I sat down a couple of days ago with Joel Ivany to discuss his upcoming production of Mozart’s Die Zauberflöte at the Royal Conservatory. Here are some of the things we talked about.
What’s Die Zauberflöte “about”?
This opera has had whole books written about it but no-one seems to agree on what’s at the core of it. Is it a simple fairy tale? Is it an allegory of Reason versus The Church? Is it a Coming of Age story? Unsurprisingly we didn’t come to firm conclusions here but it’s clear that Joel wants to particularly explore some of the aspects of gender raised by the piece; especially the apparent misogyny of the piece. There’s potentially more to Pamina than being the bait to trap Tamino or, alternatively, his completion. What is her roles in the Trials? What happens to either of them if they fail? If Tamino needs to be “completed” what are we to make of the unpartnered Sarastro? But, if Pamina has strength what kind of agency does she have? The other female character are equally problematic. How does one humanize the Queen of the Night? Who, or what, is Papagena? Neither of us think there are easy answers here and I’m looking forward to seeing how Joel’s take pans out. What we could agree on is that even if the simple equation of male = good/rational and female = irrational/disposable worked in 1791 (if, indeed, it did), it won’t work in 2019.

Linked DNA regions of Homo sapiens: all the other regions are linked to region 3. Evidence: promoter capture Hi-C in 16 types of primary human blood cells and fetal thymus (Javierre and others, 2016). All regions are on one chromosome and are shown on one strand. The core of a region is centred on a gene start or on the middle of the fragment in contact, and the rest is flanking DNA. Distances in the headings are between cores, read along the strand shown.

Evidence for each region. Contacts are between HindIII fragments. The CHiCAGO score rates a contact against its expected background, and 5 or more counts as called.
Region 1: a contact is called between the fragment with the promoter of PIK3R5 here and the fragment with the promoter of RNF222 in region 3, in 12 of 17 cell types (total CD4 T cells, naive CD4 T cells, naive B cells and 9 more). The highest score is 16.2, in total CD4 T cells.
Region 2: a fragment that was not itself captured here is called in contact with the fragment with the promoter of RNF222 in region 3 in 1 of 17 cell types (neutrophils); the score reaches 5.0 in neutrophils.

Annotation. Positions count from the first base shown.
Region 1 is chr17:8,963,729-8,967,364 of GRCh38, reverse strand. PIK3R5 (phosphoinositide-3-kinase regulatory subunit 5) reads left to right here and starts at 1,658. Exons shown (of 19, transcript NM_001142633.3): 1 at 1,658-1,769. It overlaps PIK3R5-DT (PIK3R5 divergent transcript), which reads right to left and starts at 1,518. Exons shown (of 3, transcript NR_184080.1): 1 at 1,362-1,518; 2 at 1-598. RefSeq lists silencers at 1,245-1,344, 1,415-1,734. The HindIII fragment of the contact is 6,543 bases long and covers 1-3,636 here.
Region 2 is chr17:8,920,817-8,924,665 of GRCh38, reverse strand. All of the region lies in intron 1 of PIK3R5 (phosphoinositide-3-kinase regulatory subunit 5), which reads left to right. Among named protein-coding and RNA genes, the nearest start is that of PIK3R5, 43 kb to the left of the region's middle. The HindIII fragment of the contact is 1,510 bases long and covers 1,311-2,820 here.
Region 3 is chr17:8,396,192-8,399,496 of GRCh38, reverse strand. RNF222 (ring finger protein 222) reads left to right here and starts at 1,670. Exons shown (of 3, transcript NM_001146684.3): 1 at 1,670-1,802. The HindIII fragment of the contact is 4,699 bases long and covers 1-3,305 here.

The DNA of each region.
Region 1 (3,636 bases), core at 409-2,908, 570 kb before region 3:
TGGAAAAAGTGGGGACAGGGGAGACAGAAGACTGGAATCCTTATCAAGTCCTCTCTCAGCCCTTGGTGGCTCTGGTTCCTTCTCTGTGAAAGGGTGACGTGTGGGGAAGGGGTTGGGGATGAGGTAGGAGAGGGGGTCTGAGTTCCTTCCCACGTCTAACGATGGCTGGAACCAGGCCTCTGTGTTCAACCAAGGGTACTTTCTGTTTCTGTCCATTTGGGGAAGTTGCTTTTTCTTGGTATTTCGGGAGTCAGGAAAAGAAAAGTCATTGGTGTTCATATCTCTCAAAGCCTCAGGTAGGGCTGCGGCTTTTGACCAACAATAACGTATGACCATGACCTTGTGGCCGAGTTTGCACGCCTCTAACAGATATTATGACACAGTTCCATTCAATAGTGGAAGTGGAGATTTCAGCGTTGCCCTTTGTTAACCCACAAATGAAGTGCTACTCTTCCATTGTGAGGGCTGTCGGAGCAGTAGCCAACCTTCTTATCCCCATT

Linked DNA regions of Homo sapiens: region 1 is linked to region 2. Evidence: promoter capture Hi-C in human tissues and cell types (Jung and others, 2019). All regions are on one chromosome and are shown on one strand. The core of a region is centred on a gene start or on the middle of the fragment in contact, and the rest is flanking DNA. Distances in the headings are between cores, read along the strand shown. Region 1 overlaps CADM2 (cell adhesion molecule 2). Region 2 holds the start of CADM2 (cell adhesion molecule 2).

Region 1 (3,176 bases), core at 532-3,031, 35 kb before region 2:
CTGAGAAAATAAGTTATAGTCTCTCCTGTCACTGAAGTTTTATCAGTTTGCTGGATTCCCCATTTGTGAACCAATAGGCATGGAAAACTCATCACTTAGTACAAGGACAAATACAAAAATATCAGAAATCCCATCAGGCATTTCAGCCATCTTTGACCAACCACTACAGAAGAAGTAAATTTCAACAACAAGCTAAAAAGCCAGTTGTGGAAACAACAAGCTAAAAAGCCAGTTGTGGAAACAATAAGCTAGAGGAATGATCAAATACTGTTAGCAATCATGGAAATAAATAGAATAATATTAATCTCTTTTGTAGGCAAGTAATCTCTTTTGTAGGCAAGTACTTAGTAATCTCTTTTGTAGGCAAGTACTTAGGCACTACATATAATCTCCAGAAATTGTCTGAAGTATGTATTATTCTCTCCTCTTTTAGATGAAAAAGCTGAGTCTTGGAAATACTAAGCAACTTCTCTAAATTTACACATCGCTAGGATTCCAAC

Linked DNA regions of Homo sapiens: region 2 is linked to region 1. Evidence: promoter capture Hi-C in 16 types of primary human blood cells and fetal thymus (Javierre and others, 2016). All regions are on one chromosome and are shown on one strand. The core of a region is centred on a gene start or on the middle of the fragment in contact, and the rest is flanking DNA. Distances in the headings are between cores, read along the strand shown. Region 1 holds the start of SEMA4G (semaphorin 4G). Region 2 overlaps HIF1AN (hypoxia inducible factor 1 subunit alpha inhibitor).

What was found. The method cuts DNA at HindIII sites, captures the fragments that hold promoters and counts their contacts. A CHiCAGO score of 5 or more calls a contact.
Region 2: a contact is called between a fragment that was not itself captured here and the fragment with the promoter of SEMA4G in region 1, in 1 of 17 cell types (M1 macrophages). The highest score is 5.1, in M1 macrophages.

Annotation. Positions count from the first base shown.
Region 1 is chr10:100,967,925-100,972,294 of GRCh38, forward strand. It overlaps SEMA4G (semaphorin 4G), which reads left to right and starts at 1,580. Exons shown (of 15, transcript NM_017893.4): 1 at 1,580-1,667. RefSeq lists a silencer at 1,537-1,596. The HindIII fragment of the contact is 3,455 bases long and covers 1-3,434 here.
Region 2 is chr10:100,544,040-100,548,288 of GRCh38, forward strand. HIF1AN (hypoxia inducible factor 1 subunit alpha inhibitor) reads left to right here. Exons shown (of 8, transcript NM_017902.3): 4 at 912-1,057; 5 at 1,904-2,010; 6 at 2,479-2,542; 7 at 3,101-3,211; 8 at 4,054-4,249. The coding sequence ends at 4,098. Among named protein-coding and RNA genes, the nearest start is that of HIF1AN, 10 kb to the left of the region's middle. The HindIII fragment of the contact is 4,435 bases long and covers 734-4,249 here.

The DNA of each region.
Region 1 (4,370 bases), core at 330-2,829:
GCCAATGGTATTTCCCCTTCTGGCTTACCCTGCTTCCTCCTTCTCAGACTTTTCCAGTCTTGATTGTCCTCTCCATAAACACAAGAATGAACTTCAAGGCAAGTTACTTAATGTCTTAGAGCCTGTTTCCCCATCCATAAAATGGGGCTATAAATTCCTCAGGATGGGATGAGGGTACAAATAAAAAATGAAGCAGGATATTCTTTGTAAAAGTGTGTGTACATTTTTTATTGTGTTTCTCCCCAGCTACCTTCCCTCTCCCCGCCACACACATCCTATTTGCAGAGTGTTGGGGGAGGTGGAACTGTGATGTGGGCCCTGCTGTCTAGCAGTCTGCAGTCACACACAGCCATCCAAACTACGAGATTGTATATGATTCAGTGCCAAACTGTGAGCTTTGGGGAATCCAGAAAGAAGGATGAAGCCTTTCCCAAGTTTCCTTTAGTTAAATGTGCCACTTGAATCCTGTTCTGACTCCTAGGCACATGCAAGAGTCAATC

There are other issues of course. Who is Sarastro? Why did Pamina’s father bequeath his power to him? Then there’s Monostatos. What to do with that hot potato? Joel’s answer here is explicit. The racial element goes. He will be sung by a white singer and the text changed to eliminate references to “blackness”.
How does one do Die Zauberflöte with the RCM’s resources in Koerner Hall?
Die Zauberflöte requires a big cast and, normally, a large men’s chorus. The RCM opera programme is not huge and it’s particularly light on men. Koerner Hall is not an opera house. There’s no proscenium and no fly loft and rather limited lighting resources. Some of the resource issues can be overcome by using standard RCM ploys; using graduates in some roles, using Reebanks fellows etc. The chorus is trickier. The solution here is to go with an idea that Joel used in Against the Grain’s Orphée; a prerecorded chorus, at least in part.
Given the limitations of Koerner, Joel has gone for a fairly static, “Masonic”, aesthetic and elements of meta-theatricality. If one can’t hide the gear perhaps one makes it part of the show? H’s also seeing how far he can stretch the lighting resources and doing his own lighting design for the first time.
So, in summary, many more questions than answers at this point so I (and perhaps the reader) will just have to go see the finished product.
Mozart’s Die Zauberflöte will be presented by the Glenn Gould School at the RCM in Koerner Hall on March 20th and 22nd at 7.30 pm. The full cast and crew listing is here.
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